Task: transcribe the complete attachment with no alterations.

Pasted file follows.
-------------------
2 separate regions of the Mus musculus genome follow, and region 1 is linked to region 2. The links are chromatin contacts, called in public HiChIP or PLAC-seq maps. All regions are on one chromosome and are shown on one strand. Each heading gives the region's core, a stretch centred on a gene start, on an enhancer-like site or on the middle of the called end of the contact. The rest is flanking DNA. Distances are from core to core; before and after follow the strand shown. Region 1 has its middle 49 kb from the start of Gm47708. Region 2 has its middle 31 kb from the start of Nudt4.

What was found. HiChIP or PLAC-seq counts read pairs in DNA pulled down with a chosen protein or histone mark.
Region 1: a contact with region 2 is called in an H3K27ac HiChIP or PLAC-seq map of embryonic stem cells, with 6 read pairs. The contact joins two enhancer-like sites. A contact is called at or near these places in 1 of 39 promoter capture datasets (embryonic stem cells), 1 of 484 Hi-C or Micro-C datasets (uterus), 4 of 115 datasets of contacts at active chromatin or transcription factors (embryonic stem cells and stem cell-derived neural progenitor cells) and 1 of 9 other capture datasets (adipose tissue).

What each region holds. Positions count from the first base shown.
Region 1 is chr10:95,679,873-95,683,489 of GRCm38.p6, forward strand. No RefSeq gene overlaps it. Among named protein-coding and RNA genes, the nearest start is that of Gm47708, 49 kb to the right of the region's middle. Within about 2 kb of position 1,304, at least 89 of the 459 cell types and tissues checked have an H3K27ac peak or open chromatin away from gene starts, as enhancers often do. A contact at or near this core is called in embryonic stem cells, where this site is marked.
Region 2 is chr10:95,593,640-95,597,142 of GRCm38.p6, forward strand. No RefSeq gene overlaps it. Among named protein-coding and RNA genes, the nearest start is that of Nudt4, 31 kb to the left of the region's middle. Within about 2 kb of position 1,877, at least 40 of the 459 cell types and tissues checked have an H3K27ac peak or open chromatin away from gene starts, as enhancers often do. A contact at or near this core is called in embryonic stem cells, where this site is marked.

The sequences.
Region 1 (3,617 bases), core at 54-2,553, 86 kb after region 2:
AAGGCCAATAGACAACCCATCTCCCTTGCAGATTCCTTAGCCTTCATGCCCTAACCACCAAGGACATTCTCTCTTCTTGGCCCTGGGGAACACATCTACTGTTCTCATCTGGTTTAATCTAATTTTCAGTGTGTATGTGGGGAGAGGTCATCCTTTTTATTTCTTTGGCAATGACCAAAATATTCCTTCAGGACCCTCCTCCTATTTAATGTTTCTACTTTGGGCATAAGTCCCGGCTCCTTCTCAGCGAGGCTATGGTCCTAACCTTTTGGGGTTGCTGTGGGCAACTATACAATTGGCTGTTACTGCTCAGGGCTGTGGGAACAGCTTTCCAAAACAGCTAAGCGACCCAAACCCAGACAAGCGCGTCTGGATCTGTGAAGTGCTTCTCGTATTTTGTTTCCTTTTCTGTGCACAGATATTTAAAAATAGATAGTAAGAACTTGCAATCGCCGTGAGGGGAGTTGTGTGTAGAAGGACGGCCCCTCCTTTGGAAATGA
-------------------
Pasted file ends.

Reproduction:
2 separate regions of the Mus musculus genome follow, and region 1 is linked to region 2. The links are chromatin contacts, called in public HiChIP or PLAC-seq maps. All regions are on one chromosome and are shown on one strand. Each heading gives the region's core, a stretch centred on a gene start, on an enhancer-like site or on the middle of the called end of the contact. The rest is flanking DNA. Distances are from core to core; before and after follow the strand shown. Region 1 has its middle 49 kb from the start of Gm47708. Region 2 has its middle 31 kb from the start of Nudt4.

What was found. HiChIP or PLAC-seq counts read pairs in DNA pulled down with a chosen protein or histone mark.
Region 1: a contact with region 2 is called in an H3K27ac HiChIP or PLAC-seq map of embryonic stem cells, with 6 read pairs. The contact joins two enhancer-like sites. A contact is called at or near these places in 1 of 39 promoter capture datasets (embryonic stem cells), 1 of 484 Hi-C or Micro-C datasets (uterus), 4 of 115 datasets of contacts at active chromatin or transcription factors (embryonic stem cells and stem cell-derived neural progenitor cells) and 1 of 9 other capture datasets (adipose tissue).

What each region holds. Positions count from the first base shown.
Region 1 is chr10:95,679,873-95,683,489 of GRCm38.p6, forward strand. No RefSeq gene overlaps it. Among named protein-coding and RNA genes, the nearest start is that of Gm47708, 49 kb to the right of the region's middle. Within about 2 kb of position 1,304, at least 89 of the 459 cell types and tissues checked have an H3K27ac peak or open chromatin away from gene starts, as enhancers often do. A contact at or near this core is called in embryonic stem cells, where this site is marked.
Region 2 is chr10:95,593,640-95,597,142 of GRCm38.p6, forward strand. No RefSeq gene overlaps it. Among named protein-coding and RNA genes, the nearest start is that of Nudt4, 31 kb to the left of the region's middle. Within about 2 kb of position 1,877, at least 40 of the 459 cell types and tissues checked have an H3K27ac peak or open chromatin away from gene starts, as enhancers often do. A contact at or near this core is called in embryonic stem cells, where this site is marked.

The sequences.
Region 1 (3,617 bases), core at 54-2,553, 86 kb after region 2:
AAGGCCAATAGACAACCCATCTCCCTTGCAGATTCCTTAGCCTTCATGCCCTAACCACCAAGGACATTCTCTCTTCTTGGCCCTGGGGAACACATCTACTGTTCTCATCTGGTTTAATCTAATTTTCAGTGTGTATGTGGGGAGAGGTCATCCTTTTTATTTCTTTGGCAATGACCAAAATATTCCTTCAGGACCCTCCTCCTATTTAATGTTTCTACTTTGGGCATAAGTCCCGGCTCCTTCTCAGCGAGGCTATGGTCCTAACCTTTTGGGGTTGCTGTGGGCAACTATACAATTGGCTGTTACTGCTCAGGGCTGTGGGAACAGCTTTCCAAAACAGCTAAGCGACCCAAACCCAGACAAGCGCGTCTGGATCTGTGAAGTGCTTCTCGTATTTTGTTTCCTTTTCTGTGCACAGATATTTAAAAATAGATAGTAAGAACTTGCAATCGCCGTGAGGGGAGTTGTGTGTAGAAGGACGGCCCCTCCTTTGGAAATGA